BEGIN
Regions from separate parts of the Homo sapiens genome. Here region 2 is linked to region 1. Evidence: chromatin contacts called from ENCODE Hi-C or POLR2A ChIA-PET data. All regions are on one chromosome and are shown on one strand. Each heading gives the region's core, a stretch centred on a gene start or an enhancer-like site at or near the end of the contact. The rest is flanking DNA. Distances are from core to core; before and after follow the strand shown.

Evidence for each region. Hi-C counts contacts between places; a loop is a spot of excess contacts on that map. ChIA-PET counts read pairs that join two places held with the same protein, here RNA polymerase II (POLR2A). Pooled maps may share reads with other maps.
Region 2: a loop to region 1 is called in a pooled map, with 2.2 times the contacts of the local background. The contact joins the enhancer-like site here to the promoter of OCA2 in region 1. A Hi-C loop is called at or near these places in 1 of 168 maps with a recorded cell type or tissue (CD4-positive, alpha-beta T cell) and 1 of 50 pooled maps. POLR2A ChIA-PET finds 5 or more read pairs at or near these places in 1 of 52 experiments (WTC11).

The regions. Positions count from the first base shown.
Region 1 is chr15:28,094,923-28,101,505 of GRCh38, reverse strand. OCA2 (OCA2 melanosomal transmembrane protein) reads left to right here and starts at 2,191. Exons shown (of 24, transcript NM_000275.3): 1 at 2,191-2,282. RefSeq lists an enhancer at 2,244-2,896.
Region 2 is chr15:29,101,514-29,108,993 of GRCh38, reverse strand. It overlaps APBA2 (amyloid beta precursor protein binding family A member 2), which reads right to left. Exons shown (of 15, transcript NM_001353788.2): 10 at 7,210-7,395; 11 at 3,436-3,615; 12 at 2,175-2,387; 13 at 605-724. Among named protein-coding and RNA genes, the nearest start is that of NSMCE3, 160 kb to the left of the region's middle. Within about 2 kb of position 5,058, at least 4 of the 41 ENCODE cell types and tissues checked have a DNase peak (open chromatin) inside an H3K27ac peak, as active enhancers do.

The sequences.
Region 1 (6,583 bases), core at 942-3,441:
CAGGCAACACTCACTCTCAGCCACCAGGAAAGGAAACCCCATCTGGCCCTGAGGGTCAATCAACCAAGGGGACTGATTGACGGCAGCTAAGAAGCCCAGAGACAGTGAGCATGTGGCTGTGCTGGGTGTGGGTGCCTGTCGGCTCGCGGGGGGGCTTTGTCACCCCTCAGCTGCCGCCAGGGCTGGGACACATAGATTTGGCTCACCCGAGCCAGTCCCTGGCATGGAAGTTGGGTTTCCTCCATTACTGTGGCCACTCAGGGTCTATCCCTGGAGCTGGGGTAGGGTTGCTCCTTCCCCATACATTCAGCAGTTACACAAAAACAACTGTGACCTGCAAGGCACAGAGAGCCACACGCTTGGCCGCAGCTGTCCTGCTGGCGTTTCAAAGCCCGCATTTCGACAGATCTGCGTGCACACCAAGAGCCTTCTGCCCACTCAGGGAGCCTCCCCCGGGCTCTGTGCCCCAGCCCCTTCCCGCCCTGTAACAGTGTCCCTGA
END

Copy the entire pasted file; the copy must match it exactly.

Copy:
Regions from separate parts of the Homo sapiens genome. Here region 2 is linked to region 1. Evidence: chromatin contacts called from ENCODE Hi-C or POLR2A ChIA-PET data. All regions are on one chromosome and are shown on one strand. Each heading gives the region's core, a stretch centred on a gene start or an enhancer-like site at or near the end of the contact. The rest is flanking DNA. Distances are from core to core; before and after follow the strand shown.

Evidence for each region. Hi-C counts contacts between places; a loop is a spot of excess contacts on that map. ChIA-PET counts read pairs that join two places held with the same protein, here RNA polymerase II (POLR2A). Pooled maps may share reads with other maps.
Region 2: a loop to region 1 is called in a pooled map, with 2.2 times the contacts of the local background. The contact joins the enhancer-like site here to the promoter of OCA2 in region 1. A Hi-C loop is called at or near these places in 1 of 168 maps with a recorded cell type or tissue (CD4-positive, alpha-beta T cell) and 1 of 50 pooled maps. POLR2A ChIA-PET finds 5 or more read pairs at or near these places in 1 of 52 experiments (WTC11).

The regions. Positions count from the first base shown.
Region 1 is chr15:28,094,923-28,101,505 of GRCh38, reverse strand. OCA2 (OCA2 melanosomal transmembrane protein) reads left to right here and starts at 2,191. Exons shown (of 24, transcript NM_000275.3): 1 at 2,191-2,282. RefSeq lists an enhancer at 2,244-2,896.
Region 2 is chr15:29,101,514-29,108,993 of GRCh38, reverse strand. It overlaps APBA2 (amyloid beta precursor protein binding family A member 2), which reads right to left. Exons shown (of 15, transcript NM_001353788.2): 10 at 7,210-7,395; 11 at 3,436-3,615; 12 at 2,175-2,387; 13 at 605-724. Among named protein-coding and RNA genes, the nearest start is that of NSMCE3, 160 kb to the left of the region's middle. Within about 2 kb of position 5,058, at least 4 of the 41 ENCODE cell types and tissues checked have a DNase peak (open chromatin) inside an H3K27ac peak, as active enhancers do.

The sequences.
Region 1 (6,583 bases), core at 942-3,441:
CAGGCAACACTCACTCTCAGCCACCAGGAAAGGAAACCCCATCTGGCCCTGAGGGTCAATCAACCAAGGGGACTGATTGACGGCAGCTAAGAAGCCCAGAGACAGTGAGCATGTGGCTGTGCTGGGTGTGGGTGCCTGTCGGCTCGCGGGGGGGCTTTGTCACCCCTCAGCTGCCGCCAGGGCTGGGACACATAGATTTGGCTCACCCGAGCCAGTCCCTGGCATGGAAGTTGGGTTTCCTCCATTACTGTGGCCACTCAGGGTCTATCCCTGGAGCTGGGGTAGGGTTGCTCCTTCCCCATACATTCAGCAGTTACACAAAAACAACTGTGACCTGCAAGGCACAGAGAGCCACACGCTTGGCCGCAGCTGTCCTGCTGGCGTTTCAAAGCCCGCATTTCGACAGATCTGCGTGCACACCAAGAGCCTTCTGCCCACTCAGGGAGCCTCCCCCGGGCTCTGTGCCCCAGCCCCTTCCCGCCCTGTAACAGTGTCCCTGA